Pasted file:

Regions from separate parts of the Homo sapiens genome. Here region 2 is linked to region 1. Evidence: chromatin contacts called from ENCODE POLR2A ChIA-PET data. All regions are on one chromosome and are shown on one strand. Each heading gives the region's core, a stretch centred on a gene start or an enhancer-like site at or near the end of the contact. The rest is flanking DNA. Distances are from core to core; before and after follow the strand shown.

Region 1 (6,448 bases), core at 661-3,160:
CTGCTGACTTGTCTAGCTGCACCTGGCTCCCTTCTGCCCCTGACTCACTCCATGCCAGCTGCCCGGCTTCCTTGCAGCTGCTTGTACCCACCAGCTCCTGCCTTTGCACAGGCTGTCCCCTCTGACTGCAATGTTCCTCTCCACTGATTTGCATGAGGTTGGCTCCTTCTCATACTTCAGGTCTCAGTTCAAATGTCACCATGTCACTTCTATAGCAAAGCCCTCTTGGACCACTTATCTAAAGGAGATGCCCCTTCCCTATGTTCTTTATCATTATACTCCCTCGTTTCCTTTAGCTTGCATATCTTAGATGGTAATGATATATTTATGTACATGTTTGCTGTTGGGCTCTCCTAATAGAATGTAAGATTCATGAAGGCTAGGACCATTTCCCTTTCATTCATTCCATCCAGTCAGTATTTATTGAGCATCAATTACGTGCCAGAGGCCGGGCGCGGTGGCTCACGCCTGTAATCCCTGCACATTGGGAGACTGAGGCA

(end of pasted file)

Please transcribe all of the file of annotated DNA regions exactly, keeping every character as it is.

Regions from separate parts of the Homo sapiens genome. Here region 2 is linked to region 1. Evidence: chromatin contacts called from ENCODE POLR2A ChIA-PET data. All regions are on one chromosome and are shown on one strand. Each heading gives the region's core, a stretch centred on a gene start or an enhancer-like site at or near the end of the contact. The rest is flanking DNA. Distances are from core to core; before and after follow the strand shown.

Region 1 (6,448 bases), core at 661-3,160:
CTGCTGACTTGTCTAGCTGCACCTGGCTCCCTTCTGCCCCTGACTCACTCCATGCCAGCTGCCCGGCTTCCTTGCAGCTGCTTGTACCCACCAGCTCCTGCCTTTGCACAGGCTGTCCCCTCTGACTGCAATGTTCCTCTCCACTGATTTGCATGAGGTTGGCTCCTTCTCATACTTCAGGTCTCAGTTCAAATGTCACCATGTCACTTCTATAGCAAAGCCCTCTTGGACCACTTATCTAAAGGAGATGCCCCTTCCCTATGTTCTTTATCATTATACTCCCTCGTTTCCTTTAGCTTGCATATCTTAGATGGTAATGATATATTTATGTACATGTTTGCTGTTGGGCTCTCCTAATAGAATGTAAGATTCATGAAGGCTAGGACCATTTCCCTTTCATTCATTCCATCCAGTCAGTATTTATTGAGCATCAATTACGTGCCAGAGGCCGGGCGCGGTGGCTCACGCCTGTAATCCCTGCACATTGGGAGACTGAGGCA